This installment appears in a new series in Nikkan Gendai (Nov. 6) titled “False or True?” Think of it as an update of “Everything you always wanted to know about sex but were afraid to ask.”
It seems, the tabloid reports, a rumor has been circulating that men who visit physicians to request a prescription for the popular erectile dysfunction medication are required have their condition certified in a most peculiar manner. This involves entering a cubicle with a nurse, who will slather lotion on their procreative member and manually attempt to burp their one-eyed worm.
Now before you scramble for the phone number of your friendly neighborhood urologist to request an appointment comes the bad news: the nurse who performs this “examination” will be male.
That’s enough to give ED to any red-blooded heterosexual male.
It also raises another valid question: Are hand jobs covered by medical insurance?
“The whole thing’s complete hogwash — a made-up story,” a journalist who covers the medical profession reassures the writer.
Actually says the source, Pfizer’s baby blue virility vitamins will be dispensed by the doc merely upon a consultation, with no touchy-feely examinations involved.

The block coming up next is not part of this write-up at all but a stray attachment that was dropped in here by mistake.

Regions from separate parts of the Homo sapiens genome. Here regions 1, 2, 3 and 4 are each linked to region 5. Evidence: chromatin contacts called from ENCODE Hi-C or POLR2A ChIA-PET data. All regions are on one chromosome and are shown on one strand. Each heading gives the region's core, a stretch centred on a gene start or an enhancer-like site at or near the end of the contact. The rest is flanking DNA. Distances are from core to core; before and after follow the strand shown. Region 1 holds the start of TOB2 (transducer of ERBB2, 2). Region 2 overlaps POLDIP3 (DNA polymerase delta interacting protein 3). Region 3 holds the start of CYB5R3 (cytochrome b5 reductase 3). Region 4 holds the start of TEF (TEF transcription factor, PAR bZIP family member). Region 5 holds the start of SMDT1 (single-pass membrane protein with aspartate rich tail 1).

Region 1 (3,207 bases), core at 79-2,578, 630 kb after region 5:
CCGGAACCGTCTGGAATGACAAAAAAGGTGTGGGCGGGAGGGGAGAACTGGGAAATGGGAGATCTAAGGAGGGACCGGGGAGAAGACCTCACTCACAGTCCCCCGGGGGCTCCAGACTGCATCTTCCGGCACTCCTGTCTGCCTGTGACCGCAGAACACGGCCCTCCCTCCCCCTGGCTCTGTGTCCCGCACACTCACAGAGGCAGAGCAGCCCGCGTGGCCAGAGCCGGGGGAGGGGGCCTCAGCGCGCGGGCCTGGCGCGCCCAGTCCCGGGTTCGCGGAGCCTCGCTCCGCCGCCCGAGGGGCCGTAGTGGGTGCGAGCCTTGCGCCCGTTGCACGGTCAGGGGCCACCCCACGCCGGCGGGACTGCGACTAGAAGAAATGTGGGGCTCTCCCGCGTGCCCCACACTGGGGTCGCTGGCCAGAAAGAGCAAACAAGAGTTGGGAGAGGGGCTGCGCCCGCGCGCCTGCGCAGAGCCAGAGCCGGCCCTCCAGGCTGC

“I think makers of rival nonprescription tonics or elixirs started circulating the rumor of compulsory penis massages around 1998, when they first perceived a threat from Viagra,” the journalist adds. “Then after that the rumor began making the rounds.”
He added that about 70 percent of the ED “medications” currently being used in Japan are estimated to be pirated varieties. (K.S.)
Source: “Baiagura wo morai ni iku to, kangofu ni penis wo shigokareru?,” Nikkan Gendai (Nov. 6, page 20)
Note: Brief extracts from Japanese vernacular media in the public domain that appear here were translated and summarized under the principle of “fair use.” Every effort has been made to ensure accuracy of the translations. However, we are not responsible for the veracity of their contents. The activities of individuals described herein should not be construed as “typical” behavior of Japanese people nor reflect the intention to portray the country in a negative manner. Our sole aim is to provide examples of various types of reading matter enjoyed by Japanese.